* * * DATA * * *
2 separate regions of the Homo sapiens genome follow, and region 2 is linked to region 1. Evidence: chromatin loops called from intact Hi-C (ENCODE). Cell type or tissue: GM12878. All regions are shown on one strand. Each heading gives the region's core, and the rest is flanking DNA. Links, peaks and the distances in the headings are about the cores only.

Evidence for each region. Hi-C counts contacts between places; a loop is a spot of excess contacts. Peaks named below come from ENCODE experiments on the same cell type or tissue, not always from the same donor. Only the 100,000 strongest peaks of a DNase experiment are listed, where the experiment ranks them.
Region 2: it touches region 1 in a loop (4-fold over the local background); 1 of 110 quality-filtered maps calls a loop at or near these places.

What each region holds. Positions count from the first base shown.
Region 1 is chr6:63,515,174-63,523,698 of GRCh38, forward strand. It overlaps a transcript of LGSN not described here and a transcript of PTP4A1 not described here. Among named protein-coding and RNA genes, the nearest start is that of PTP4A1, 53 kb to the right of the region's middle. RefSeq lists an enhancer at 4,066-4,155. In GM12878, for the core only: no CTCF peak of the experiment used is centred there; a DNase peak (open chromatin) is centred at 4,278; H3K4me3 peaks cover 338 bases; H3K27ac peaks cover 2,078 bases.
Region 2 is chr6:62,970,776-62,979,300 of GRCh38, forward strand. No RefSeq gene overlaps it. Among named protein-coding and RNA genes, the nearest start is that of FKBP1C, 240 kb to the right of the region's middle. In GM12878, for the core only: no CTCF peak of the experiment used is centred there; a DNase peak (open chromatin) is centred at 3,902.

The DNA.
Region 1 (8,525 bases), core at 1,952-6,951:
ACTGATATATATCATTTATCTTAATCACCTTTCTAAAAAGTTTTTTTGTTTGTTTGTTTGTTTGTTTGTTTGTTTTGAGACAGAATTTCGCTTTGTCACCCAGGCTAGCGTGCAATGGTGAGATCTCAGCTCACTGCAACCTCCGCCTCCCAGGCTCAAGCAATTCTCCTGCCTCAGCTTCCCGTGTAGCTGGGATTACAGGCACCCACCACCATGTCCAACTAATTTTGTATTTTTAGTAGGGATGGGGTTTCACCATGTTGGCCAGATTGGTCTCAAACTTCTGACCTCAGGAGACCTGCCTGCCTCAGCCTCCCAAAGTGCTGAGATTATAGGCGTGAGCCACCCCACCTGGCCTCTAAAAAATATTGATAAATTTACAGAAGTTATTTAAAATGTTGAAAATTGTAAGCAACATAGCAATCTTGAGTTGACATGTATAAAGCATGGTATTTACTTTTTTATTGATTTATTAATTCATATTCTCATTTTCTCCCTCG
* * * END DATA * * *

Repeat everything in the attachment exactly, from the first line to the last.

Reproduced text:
2 separate regions of the Homo sapiens genome follow, and region 2 is linked to region 1. Evidence: chromatin loops called from intact Hi-C (ENCODE). Cell type or tissue: GM12878. All regions are shown on one strand. Each heading gives the region's core, and the rest is flanking DNA. Links, peaks and the distances in the headings are about the cores only.

Evidence for each region. Hi-C counts contacts between places; a loop is a spot of excess contacts. Peaks named below come from ENCODE experiments on the same cell type or tissue, not always from the same donor. Only the 100,000 strongest peaks of a DNase experiment are listed, where the experiment ranks them.
Region 2: it touches region 1 in a loop (4-fold over the local background); 1 of 110 quality-filtered maps calls a loop at or near these places.

What each region holds. Positions count from the first base shown.
Region 1 is chr6:63,515,174-63,523,698 of GRCh38, forward strand. It overlaps a transcript of LGSN not described here and a transcript of PTP4A1 not described here. Among named protein-coding and RNA genes, the nearest start is that of PTP4A1, 53 kb to the right of the region's middle. RefSeq lists an enhancer at 4,066-4,155. In GM12878, for the core only: no CTCF peak of the experiment used is centred there; a DNase peak (open chromatin) is centred at 4,278; H3K4me3 peaks cover 338 bases; H3K27ac peaks cover 2,078 bases.
Region 2 is chr6:62,970,776-62,979,300 of GRCh38, forward strand. No RefSeq gene overlaps it. Among named protein-coding and RNA genes, the nearest start is that of FKBP1C, 240 kb to the right of the region's middle. In GM12878, for the core only: no CTCF peak of the experiment used is centred there; a DNase peak (open chromatin) is centred at 3,902.

The DNA.
Region 1 (8,525 bases), core at 1,952-6,951:
ACTGATATATATCATTTATCTTAATCACCTTTCTAAAAAGTTTTTTTGTTTGTTTGTTTGTTTGTTTGTTTGTTTTGAGACAGAATTTCGCTTTGTCACCCAGGCTAGCGTGCAATGGTGAGATCTCAGCTCACTGCAACCTCCGCCTCCCAGGCTCAAGCAATTCTCCTGCCTCAGCTTCCCGTGTAGCTGGGATTACAGGCACCCACCACCATGTCCAACTAATTTTGTATTTTTAGTAGGGATGGGGTTTCACCATGTTGGCCAGATTGGTCTCAAACTTCTGACCTCAGGAGACCTGCCTGCCTCAGCCTCCCAAAGTGCTGAGATTATAGGCGTGAGCCACCCCACCTGGCCTCTAAAAAATATTGATAAATTTACAGAAGTTATTTAAAATGTTGAAAATTGTAAGCAACATAGCAATCTTGAGTTGACATGTATAAAGCATGGTATTTACTTTTTTATTGATTTATTAATTCATATTCTCATTTTCTCCCTCG